I woke up Friday morning last week as I do every other Friday. I shut off the alarm on my phone, and promptly turned on ESPN to watch Sportscenter before I headed off to my afternoon class. I had been monitoring one story particularly for a couple days: where would baseball’s most coveted player sign? Albert Pujols has proven to be the best batter of this generation, and could very well break the all-time home-run record if he continues to play at such a high level. He has won two championships in St. Louis, and several MVP awards as first baseman of the Cardinals. He is an icon to the city of St.Louis, so I anticipated him re-signing with the team on which he has accomplished so much. However, breaking news flashed the screen, reporting that Pujols had signed a ten year 254 million dollar contract with the LA Angels. The number could not escape my mind the rest of the day: 254 million. Then it occurred to me that this was much more than a blockbuster free-agency signing in the MLB offseason; this was a sign of American capitalism.
How could Pujols leave a community and team that had supported him for his entire career? The simple answer is that the LA Angels could provide Albert more money for his talent than could the Cardinals. Although Cardinals fans quickly voiced their disapproval with his decision, one cannot blame Pujols for taking a deal that would give him 34 million dollars more. That’s not “chunk change” by any margin, even to a player of his caliber. The St. Louis Cardinals decided that it was not an economically intelligent decision to offer their star more money. The highest bidder, in this case the Angels, often will get the best resources in a capitalistic society. Those with the most wealth and resources will always prosper. The New York YAnkees have developed a culture of winning by signing superstar athletes to absurd contracts. Similarly, big corporations attract the most talented managers by offering them higher salaries and more power.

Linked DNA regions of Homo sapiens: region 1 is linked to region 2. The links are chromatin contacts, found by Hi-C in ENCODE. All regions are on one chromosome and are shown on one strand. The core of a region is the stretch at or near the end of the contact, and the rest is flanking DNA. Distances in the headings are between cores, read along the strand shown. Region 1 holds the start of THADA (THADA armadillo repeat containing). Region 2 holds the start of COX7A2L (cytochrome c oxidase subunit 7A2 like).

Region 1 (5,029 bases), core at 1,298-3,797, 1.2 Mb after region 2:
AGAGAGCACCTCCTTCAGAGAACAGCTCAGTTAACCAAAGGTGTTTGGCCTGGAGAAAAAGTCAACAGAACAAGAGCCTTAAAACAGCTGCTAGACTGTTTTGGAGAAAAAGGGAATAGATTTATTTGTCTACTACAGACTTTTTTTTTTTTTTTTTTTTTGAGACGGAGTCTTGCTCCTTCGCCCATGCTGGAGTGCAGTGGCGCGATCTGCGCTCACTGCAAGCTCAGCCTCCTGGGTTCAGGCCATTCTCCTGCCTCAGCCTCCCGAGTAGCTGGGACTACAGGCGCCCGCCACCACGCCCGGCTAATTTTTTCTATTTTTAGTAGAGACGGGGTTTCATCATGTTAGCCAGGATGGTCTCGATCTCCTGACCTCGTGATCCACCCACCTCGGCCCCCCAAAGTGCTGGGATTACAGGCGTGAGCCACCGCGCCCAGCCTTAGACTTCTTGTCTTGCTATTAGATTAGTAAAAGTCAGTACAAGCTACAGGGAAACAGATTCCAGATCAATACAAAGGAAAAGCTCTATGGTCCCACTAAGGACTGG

The MLB has long been a symbol of American core values. It was created to reinforce American ideals. The fences at the ballparks were all deliberately constructed to be different distances from home plate to make each park unique, and not under the control of a ruling authority. Each player is given the opportunity to succeed at the individual level. Individual player achievement is more highly valued in the MLB compared to all other professional sports. It is also the only sport with no set time length. Baseball idealizes individuality, independence, and freedom. Furthermore, baseball does not have a cap as to the amount of money it can spend on its players. This gives wealthier franchises that generate more revenue the opportunity to attract premier players and coaches. The MLB is a platform of capitalism, where the “rich get richer” and “poor get poorer.”
I pose two questions:
A) Should the MLB adopt a cap to make teams more equal and give smaller market teams a chance to succeed?
B) If the current capitalistic system of baseball is to stay, how can a smaller market team with smaller contracts to offer attract big name athletes to their city?